Further education qualifications at Level 3 can provide the entry requirements for university degree courses; you may be asked for a merit or distinction.
Further education courses relevant to vehicle design include:
- BTEC Level 3 Extended Diploma in Engineering – entry is with a minimum of four GCSE passes (A-C) including Maths, English and Science. Certain minimum GCSE grades may be specified, such as a grade B in Maths and Science.
- BTEC Level 3 Diploma in Art and Design – entry is with a minimum of four GCSE passes (A-C) including Art and Design and English. As well as this, you will normally need a portfolio of your art and design work.
You can also progress to the BTEC Level 3 courses from a Level 2 qualification such as the BTEC First Diploma in Art and Design, Engineering or Science. Entry to BTEC Level 2 courses is with a minimum of two GCSE passes (A-D).
This is a highly competitive career, so you’ll need to develop the right blend of skills.
BTEC Level 3 courses last for two years full time, and are an alternative to A levels. They can lead on to higher education courses, such as an HND (Higher National Diploma), a foundation degree or a degree course.
If you plan to study vehicle design at university, it is advisable to contact the admissions tutors of different degree courses to find out the acceptability of different further education qualifications or A level subjects.
Degree courses in vehicle design are listed on the UCAS website. In the section for design courses, there are various subjects that encompass vehicle design, including Automotive Product Design, Automotive Engineering Design, Automotive Design, and Aerospace and Yacht Design.
Engineering courses for automotive, aerospace, motorcycle and marine engineering will often include design, although the emphases can vary. Industrial and product design courses may also include vehicle design.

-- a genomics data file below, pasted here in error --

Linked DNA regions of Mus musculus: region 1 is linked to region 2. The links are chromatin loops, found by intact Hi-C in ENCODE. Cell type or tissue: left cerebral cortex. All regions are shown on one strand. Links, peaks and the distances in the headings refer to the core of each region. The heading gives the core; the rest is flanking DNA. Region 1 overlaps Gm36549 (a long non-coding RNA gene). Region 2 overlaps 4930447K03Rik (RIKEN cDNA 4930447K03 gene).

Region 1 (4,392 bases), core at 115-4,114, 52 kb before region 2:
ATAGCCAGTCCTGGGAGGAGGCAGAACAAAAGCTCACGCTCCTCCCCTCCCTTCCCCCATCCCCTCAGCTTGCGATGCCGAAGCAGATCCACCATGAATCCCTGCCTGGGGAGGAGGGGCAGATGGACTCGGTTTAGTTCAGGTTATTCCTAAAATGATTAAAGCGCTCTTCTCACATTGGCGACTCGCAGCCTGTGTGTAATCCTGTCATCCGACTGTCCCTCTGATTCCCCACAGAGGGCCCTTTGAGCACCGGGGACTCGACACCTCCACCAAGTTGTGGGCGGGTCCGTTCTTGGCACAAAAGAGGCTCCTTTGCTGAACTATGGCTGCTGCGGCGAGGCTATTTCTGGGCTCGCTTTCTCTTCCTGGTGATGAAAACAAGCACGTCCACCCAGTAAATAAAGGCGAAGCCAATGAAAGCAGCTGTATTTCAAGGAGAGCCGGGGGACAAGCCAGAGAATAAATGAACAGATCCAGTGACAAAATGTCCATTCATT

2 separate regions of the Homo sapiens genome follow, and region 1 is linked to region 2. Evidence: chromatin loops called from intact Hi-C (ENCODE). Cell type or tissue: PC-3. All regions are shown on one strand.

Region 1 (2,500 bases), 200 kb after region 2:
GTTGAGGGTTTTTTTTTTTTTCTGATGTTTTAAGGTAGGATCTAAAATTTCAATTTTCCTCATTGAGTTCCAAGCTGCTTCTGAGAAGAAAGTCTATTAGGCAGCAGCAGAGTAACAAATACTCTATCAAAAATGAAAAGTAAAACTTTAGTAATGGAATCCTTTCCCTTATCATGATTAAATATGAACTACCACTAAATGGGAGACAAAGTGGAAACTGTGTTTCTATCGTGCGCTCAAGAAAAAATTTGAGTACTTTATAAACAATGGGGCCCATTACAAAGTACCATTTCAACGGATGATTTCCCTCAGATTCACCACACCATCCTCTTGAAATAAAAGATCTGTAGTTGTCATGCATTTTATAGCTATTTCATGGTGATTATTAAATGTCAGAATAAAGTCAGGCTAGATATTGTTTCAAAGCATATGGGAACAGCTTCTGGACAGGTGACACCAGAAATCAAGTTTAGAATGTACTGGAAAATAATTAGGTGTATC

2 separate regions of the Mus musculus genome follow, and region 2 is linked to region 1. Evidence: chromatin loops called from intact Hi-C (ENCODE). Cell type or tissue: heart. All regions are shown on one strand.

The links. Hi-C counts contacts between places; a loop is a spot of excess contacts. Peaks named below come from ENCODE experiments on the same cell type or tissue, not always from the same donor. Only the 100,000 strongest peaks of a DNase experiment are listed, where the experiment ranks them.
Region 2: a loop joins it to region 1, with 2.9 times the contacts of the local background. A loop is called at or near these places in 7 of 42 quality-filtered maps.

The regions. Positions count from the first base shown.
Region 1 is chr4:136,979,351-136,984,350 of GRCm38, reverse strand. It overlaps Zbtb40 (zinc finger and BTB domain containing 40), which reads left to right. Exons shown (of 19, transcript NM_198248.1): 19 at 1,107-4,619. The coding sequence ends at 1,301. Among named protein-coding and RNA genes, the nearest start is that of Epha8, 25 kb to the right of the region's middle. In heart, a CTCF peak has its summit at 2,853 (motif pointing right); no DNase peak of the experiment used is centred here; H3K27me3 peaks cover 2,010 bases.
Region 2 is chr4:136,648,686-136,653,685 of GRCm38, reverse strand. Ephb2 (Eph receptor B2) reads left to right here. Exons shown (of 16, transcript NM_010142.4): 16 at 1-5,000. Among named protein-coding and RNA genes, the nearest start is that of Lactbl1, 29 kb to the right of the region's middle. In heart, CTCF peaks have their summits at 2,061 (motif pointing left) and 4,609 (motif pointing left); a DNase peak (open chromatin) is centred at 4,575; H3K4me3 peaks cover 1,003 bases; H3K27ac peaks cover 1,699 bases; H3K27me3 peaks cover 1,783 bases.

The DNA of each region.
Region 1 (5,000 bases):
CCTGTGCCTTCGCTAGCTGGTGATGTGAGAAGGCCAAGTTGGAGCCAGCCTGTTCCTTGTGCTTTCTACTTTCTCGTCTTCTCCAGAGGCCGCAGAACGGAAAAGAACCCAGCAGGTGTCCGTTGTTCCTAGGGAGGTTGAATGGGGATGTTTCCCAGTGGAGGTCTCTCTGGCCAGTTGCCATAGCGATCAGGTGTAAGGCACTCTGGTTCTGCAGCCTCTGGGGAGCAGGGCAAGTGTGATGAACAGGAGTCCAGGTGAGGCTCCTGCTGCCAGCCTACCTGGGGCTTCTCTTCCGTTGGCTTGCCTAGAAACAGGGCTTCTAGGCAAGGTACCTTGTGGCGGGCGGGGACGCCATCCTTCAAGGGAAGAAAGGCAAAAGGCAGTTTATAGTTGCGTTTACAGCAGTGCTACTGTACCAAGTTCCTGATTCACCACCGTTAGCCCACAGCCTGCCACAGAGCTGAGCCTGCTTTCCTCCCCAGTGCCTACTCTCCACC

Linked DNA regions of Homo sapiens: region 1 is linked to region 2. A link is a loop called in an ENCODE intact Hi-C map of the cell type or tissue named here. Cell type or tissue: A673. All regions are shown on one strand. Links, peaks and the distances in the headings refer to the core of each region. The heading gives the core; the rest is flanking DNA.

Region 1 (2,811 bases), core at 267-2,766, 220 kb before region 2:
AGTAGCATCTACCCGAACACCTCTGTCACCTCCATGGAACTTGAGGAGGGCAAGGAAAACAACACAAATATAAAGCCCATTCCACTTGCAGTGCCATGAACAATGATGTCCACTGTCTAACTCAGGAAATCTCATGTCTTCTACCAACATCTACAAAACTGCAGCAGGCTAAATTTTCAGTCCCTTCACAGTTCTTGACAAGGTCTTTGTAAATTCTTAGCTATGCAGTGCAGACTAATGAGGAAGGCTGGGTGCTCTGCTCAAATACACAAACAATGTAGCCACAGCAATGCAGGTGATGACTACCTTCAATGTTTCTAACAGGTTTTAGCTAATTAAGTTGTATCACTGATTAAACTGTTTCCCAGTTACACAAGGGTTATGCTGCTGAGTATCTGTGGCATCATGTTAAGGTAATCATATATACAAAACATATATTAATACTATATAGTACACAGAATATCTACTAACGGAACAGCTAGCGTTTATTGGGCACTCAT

Course titles include:
- BSc Off Road Vehicle Design
- MDes Automotive Design
- BA Automotive Design
- MEng Aeronautics and Astronautics/Structural Design
Always visit the university open day before applying.
The entry requirements for a degree are a minimum of two A levels or equivalent such as a Level 3 Diploma (as detailed above) plus a portfolio.
You will also need an English GCSE pass (A-C) or equivalent, and often GCSE Maths (A-C). Some universities may ask for three A levels, often at specified grades. Relevant A level subjects include Physics, Maths and Art and Design.
Two-year HND (Higher National Diploma) courses in Engineering are also available. Entry is with 1-2 A levels and GCSE English (A-C) or equivalent, and sometimes GCSE Maths (A-C).
Postgraduate courses in vehicle design are also available.
What can I earn?
- Junior vehicle designers can expect to earn around £18,000 - £22,000 per year.
- With more experience, salaries can rise to between £25,000 and £35,000 per year.
- Very experienced vehicle designers can earn between £45,000 and £55,000 per year and sometimes more.
Salaries may be higher in London.